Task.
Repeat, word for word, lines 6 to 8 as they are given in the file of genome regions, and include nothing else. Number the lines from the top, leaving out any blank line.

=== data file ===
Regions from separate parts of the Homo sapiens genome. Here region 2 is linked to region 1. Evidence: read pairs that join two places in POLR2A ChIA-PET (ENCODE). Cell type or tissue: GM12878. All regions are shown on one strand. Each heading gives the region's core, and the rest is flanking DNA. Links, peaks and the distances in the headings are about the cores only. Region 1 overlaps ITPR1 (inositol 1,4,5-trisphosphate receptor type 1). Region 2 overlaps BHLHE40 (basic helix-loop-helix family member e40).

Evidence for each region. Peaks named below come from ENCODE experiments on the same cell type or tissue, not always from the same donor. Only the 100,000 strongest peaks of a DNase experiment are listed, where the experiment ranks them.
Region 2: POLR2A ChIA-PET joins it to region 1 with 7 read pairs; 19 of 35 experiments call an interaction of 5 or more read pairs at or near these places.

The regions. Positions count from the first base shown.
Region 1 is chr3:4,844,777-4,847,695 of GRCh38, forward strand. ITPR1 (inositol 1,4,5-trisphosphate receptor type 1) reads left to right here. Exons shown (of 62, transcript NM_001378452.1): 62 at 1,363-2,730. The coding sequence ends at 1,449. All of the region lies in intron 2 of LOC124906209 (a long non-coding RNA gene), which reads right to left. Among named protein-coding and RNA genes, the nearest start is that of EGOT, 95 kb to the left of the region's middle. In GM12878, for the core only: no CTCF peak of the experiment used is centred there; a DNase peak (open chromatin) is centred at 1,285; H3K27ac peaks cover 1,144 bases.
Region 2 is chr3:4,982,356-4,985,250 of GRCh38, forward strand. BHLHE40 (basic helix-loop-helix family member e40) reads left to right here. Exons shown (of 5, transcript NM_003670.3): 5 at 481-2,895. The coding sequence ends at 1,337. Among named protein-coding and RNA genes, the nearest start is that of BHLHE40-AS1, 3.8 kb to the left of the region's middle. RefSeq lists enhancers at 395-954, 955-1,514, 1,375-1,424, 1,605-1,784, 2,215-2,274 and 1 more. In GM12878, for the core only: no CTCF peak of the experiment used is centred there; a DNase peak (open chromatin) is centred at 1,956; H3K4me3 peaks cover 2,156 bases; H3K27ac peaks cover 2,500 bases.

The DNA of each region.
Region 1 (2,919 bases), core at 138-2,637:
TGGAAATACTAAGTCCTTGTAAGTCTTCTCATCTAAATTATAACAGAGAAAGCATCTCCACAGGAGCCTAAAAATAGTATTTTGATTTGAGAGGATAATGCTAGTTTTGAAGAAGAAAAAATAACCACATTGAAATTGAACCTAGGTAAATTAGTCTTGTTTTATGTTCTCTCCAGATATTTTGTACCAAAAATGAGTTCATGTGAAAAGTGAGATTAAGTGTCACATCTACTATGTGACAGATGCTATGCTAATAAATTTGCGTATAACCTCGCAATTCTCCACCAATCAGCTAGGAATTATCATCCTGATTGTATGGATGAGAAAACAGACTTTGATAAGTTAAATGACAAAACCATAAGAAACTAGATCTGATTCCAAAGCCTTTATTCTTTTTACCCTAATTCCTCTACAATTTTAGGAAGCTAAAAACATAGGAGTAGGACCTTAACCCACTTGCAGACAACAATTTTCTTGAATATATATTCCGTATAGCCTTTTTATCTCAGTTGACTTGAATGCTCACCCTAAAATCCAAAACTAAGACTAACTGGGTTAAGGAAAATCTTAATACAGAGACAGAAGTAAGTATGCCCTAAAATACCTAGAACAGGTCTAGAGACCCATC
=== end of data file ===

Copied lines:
Region 2 is chr3:4,982,356-4,985,250 of GRCh38, forward strand. BHLHE40 (basic helix-loop-helix family member e40) reads left to right here. Exons shown (of 5, transcript NM_003670.3): 5 at 481-2,895. The coding sequence ends at 1,337. Among named protein-coding and RNA genes, the nearest start is that of BHLHE40-AS1, 3.8 kb to the left of the region's middle. RefSeq lists enhancers at 395-954, 955-1,514, 1,375-1,424, 1,605-1,784, 2,215-2,274 and 1 more. In GM12878, for the core only: no CTCF peak of the experiment used is centred there; a DNase peak (open chromatin) is centred at 1,956; H3K4me3 peaks cover 2,156 bases; H3K27ac peaks cover 2,500 bases.

The DNA of each region.
Region 1 (2,919 bases), core at 138-2,637: